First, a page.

Any U-11 or younger player (10 years old or younger) who deliberately heads the ball, an Indirect Free Kick (IFK) will be awarded to the opposing team.
FROM U.S. SOCCER REFEREE PROGRAM
February 12, 2016
As part of U.S. Soccer’s Player Safety Campaign, U.S. Soccer unveiled the U.S. Soccer Concussion Initiative that provides guidelines that have been implemented since January of 2016.
The information contained in the initiative is intended to give U.S. Soccer Organization Members, as well as players, parents, team/club staff and coaches and referees, guidance and direction when dealing with head injuries and potential head injuries during soccer participation.
Limiting the amount of heading in practice for children between the ages of 11 and 13
In addition to the safety initiatives, the following modified rule should be implemented:
- When a player deliberately heads the ball in a game, an indirect free kick (IFK) should be awarded to the opposing team from the spot of the offense. If the deliberate header occurs within the goal area, the indirect free kick should be taken on the goal area line parallel to the goal line at the point nearest to where the infringement occurred. If a player does not deliberately head the ball, then play should continue.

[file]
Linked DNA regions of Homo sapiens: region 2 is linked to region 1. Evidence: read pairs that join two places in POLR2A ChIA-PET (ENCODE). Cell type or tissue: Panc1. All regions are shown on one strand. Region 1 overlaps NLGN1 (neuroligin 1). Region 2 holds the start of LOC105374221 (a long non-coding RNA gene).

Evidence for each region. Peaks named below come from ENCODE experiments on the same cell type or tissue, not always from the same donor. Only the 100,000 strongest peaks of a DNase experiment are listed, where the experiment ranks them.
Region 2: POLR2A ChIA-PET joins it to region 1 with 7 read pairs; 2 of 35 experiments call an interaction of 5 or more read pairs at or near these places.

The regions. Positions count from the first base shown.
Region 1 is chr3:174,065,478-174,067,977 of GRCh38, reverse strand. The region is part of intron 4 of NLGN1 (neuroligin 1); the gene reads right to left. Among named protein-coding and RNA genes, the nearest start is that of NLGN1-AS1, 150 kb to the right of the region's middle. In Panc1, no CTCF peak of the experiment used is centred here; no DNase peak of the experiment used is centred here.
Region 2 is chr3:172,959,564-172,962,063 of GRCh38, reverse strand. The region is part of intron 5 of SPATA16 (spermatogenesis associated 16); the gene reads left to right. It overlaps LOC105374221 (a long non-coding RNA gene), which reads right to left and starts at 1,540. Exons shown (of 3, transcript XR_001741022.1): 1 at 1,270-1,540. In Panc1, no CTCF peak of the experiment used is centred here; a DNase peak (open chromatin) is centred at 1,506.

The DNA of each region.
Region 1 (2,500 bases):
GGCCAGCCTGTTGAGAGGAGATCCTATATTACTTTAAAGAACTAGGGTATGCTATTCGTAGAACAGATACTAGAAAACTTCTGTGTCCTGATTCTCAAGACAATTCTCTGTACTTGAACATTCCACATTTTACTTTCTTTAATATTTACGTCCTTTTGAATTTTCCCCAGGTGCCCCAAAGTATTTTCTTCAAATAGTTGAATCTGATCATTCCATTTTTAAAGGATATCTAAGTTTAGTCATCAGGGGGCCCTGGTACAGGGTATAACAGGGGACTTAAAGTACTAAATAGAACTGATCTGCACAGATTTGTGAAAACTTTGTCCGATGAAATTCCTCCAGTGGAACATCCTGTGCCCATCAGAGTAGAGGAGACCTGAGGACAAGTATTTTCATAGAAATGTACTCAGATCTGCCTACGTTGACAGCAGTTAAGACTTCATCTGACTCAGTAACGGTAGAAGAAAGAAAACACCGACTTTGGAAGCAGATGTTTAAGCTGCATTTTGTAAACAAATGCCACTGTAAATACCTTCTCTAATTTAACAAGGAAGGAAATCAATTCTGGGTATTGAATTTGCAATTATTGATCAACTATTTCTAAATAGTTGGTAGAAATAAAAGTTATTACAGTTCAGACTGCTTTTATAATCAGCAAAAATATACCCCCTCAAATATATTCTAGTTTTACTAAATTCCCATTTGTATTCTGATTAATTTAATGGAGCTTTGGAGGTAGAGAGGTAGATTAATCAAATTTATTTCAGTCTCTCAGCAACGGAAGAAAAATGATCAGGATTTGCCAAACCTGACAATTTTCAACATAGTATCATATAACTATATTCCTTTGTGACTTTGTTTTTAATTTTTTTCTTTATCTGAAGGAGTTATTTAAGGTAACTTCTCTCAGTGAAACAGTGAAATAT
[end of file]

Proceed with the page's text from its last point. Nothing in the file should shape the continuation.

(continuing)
September 14, 2015
The Youth and Adult Associations have agreed to amend the rule regarding “Referee Fees”:
- If a referee official goes to a game and both teams are not at the assigned field, the officials will be compensated $25 plus tolls (with receipts).
- If a referee official gets to the field and finds it unplayable, the same fee of $25 is provided.
- Referee officials that are notified of a cancellation two hours prior to kick off will not receive compensation.
- If a referee official has not left his home, and is notified of an unplayable field (sudden storm, act of God), there is no compensation.
- If a referee official has left his home, he is then the only one that can cancel the game at the field.